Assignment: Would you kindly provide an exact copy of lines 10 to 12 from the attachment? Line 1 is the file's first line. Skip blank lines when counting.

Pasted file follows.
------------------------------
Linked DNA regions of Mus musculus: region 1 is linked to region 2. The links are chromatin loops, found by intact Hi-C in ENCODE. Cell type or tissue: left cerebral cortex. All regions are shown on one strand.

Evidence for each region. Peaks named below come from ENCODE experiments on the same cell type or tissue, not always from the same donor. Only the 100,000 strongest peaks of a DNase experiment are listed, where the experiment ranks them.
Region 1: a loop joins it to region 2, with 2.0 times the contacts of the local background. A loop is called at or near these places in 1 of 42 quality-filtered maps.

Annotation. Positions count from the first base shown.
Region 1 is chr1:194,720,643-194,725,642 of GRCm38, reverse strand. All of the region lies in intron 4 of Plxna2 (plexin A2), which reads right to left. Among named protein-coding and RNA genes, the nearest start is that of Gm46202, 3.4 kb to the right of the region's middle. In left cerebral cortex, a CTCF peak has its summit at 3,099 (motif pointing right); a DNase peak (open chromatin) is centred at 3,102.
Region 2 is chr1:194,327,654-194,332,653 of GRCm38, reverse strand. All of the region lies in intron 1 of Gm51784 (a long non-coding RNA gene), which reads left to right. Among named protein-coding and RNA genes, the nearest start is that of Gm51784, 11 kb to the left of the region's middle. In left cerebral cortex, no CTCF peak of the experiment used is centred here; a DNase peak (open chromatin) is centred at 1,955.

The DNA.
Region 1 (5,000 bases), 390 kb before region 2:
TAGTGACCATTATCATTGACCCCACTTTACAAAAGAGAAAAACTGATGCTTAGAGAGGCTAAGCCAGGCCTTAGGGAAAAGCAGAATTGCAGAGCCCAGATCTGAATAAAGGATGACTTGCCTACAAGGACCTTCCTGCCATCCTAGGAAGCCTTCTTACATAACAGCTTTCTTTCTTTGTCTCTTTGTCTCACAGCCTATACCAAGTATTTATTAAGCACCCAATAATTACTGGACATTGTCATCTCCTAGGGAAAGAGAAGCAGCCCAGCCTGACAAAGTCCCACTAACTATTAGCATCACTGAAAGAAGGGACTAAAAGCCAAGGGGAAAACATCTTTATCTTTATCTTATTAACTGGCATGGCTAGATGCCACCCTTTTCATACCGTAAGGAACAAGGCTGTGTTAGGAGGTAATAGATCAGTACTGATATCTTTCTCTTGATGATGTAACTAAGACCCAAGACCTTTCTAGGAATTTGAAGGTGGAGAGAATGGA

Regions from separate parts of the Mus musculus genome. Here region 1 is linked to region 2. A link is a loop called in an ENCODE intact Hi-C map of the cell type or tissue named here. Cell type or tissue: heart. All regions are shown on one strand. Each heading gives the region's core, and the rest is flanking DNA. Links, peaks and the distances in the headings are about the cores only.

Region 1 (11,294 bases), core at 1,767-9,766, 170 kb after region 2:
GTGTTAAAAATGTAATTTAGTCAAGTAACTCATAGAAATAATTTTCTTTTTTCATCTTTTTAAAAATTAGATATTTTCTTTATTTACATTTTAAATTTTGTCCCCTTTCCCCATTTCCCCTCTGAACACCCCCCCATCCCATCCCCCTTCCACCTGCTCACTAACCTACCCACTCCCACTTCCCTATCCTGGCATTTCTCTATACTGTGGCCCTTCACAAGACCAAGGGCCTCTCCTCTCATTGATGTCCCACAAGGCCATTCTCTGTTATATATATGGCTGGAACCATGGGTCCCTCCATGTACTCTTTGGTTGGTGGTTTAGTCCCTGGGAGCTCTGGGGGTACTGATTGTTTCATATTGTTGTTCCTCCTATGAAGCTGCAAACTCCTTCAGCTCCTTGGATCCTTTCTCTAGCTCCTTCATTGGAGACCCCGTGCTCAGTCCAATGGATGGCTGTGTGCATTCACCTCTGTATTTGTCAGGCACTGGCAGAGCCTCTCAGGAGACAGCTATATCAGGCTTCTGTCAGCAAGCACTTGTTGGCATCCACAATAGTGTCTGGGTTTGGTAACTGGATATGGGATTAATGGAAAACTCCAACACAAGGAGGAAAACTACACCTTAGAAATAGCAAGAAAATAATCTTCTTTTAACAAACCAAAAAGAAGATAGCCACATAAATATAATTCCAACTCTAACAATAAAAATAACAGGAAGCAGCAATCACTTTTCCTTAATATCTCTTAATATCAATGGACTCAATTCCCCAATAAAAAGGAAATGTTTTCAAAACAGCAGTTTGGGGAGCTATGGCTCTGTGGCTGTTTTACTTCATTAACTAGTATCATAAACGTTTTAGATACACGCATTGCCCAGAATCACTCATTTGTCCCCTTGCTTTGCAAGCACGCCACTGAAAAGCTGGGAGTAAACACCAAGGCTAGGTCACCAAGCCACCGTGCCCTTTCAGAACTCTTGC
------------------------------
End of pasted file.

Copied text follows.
Regions from separate parts of the Mus musculus genome. Here region 1 is linked to region 2. A link is a loop called in an ENCODE intact Hi-C map of the cell type or tissue named here. Cell type or tissue: heart. All regions are shown on one strand. Each heading gives the region's core, and the rest is flanking DNA. Links, peaks and the distances in the headings are about the cores only.

Region 1 (11,294 bases), core at 1,767-9,766, 170 kb after region 2:
GTGTTAAAAATGTAATTTAGTCAAGTAACTCATAGAAATAATTTTCTTTTTTCATCTTTTTAAAAATTAGATATTTTCTTTATTTACATTTTAAATTTTGTCCCCTTTCCCCATTTCCCCTCTGAACACCCCCCCATCCCATCCCCCTTCCACCTGCTCACTAACCTACCCACTCCCACTTCCCTATCCTGGCATTTCTCTATACTGTGGCCCTTCACAAGACCAAGGGCCTCTCCTCTCATTGATGTCCCACAAGGCCATTCTCTGTTATATATATGGCTGGAACCATGGGTCCCTCCATGTACTCTTTGGTTGGTGGTTTAGTCCCTGGGAGCTCTGGGGGTACTGATTGTTTCATATTGTTGTTCCTCCTATGAAGCTGCAAACTCCTTCAGCTCCTTGGATCCTTTCTCTAGCTCCTTCATTGGAGACCCCGTGCTCAGTCCAATGGATGGCTGTGTGCATTCACCTCTGTATTTGTCAGGCACTGGCAGAGCCTCTCAGGAGACAGCTATATCAGGCTTCTGTCAGCAAGCACTTGTTGGCATCCACAATAGTGTCTGGGTTTGGTAACTGGATATGGGATTAATGGAAAACTCCAACACAAGGAGGAAAACTACACCTTAGAAATAGCAAGAAAATAATCTTCTTTTAACAAACCAAAAAGAAGATAGCCACATAAATATAATTCCAACTCTAACAATAAAAATAACAGGAAGCAGCAATCACTTTTCCTTAATATCTCTTAATATCAATGGACTCAATTCCCCAATAAAAAGGAAATGTTTTCAAAACAGCAGTTTGGGGAGCTATGGCTCTGTGGCTGTTTTACTTCATTAACTAGTATCATAAACGTTTTAGATACACGCATTGCCCAGAATCACTCATTTGTCCCCTTGCTTTGCAAGCACGCCACTGAAAAGCTGGGAGTAAACACCAAGGCTAGGTCACCAAGCCACCGTGCCCTTTCAGAACTCTTGC